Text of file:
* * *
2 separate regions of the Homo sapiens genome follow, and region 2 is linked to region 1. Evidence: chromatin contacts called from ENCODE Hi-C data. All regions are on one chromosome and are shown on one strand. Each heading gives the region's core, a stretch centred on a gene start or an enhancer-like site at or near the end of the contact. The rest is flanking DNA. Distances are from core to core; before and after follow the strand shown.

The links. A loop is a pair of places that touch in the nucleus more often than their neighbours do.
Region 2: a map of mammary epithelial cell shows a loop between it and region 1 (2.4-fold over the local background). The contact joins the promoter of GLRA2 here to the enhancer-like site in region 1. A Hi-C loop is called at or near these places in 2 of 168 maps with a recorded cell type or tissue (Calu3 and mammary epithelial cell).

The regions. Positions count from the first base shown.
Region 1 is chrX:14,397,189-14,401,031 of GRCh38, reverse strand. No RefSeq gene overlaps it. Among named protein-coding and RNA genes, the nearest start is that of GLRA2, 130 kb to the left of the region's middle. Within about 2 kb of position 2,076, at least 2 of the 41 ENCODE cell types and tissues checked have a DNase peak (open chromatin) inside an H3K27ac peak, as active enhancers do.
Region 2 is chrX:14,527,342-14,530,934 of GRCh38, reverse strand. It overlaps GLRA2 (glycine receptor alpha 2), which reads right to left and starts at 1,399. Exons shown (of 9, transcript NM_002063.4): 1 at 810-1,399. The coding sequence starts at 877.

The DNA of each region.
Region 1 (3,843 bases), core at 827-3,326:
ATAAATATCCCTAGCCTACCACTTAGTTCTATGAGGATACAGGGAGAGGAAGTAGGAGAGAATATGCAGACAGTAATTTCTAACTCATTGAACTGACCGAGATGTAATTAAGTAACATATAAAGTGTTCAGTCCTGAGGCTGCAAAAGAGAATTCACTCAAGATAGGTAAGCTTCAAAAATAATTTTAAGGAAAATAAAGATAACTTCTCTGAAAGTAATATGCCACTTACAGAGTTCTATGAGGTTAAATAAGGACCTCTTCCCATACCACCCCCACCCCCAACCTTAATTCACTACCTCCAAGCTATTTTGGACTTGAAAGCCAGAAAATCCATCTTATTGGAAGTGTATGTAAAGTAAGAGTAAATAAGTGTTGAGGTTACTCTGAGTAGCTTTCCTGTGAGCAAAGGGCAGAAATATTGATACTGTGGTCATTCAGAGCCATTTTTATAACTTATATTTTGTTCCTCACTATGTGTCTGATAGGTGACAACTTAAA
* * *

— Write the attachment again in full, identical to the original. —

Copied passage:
2 separate regions of the Homo sapiens genome follow, and region 2 is linked to region 1. Evidence: chromatin contacts called from ENCODE Hi-C data. All regions are on one chromosome and are shown on one strand. Each heading gives the region's core, a stretch centred on a gene start or an enhancer-like site at or near the end of the contact. The rest is flanking DNA. Distances are from core to core; before and after follow the strand shown.

The links. A loop is a pair of places that touch in the nucleus more often than their neighbours do.
Region 2: a map of mammary epithelial cell shows a loop between it and region 1 (2.4-fold over the local background). The contact joins the promoter of GLRA2 here to the enhancer-like site in region 1. A Hi-C loop is called at or near these places in 2 of 168 maps with a recorded cell type or tissue (Calu3 and mammary epithelial cell).

The regions. Positions count from the first base shown.
Region 1 is chrX:14,397,189-14,401,031 of GRCh38, reverse strand. No RefSeq gene overlaps it. Among named protein-coding and RNA genes, the nearest start is that of GLRA2, 130 kb to the left of the region's middle. Within about 2 kb of position 2,076, at least 2 of the 41 ENCODE cell types and tissues checked have a DNase peak (open chromatin) inside an H3K27ac peak, as active enhancers do.
Region 2 is chrX:14,527,342-14,530,934 of GRCh38, reverse strand. It overlaps GLRA2 (glycine receptor alpha 2), which reads right to left and starts at 1,399. Exons shown (of 9, transcript NM_002063.4): 1 at 810-1,399. The coding sequence starts at 877.

The DNA of each region.
Region 1 (3,843 bases), core at 827-3,326:
ATAAATATCCCTAGCCTACCACTTAGTTCTATGAGGATACAGGGAGAGGAAGTAGGAGAGAATATGCAGACAGTAATTTCTAACTCATTGAACTGACCGAGATGTAATTAAGTAACATATAAAGTGTTCAGTCCTGAGGCTGCAAAAGAGAATTCACTCAAGATAGGTAAGCTTCAAAAATAATTTTAAGGAAAATAAAGATAACTTCTCTGAAAGTAATATGCCACTTACAGAGTTCTATGAGGTTAAATAAGGACCTCTTCCCATACCACCCCCACCCCCAACCTTAATTCACTACCTCCAAGCTATTTTGGACTTGAAAGCCAGAAAATCCATCTTATTGGAAGTGTATGTAAAGTAAGAGTAAATAAGTGTTGAGGTTACTCTGAGTAGCTTTCCTGTGAGCAAAGGGCAGAAATATTGATACTGTGGTCATTCAGAGCCATTTTTATAACTTATATTTTGTTCCTCACTATGTGTCTGATAGGTGACAACTTAAA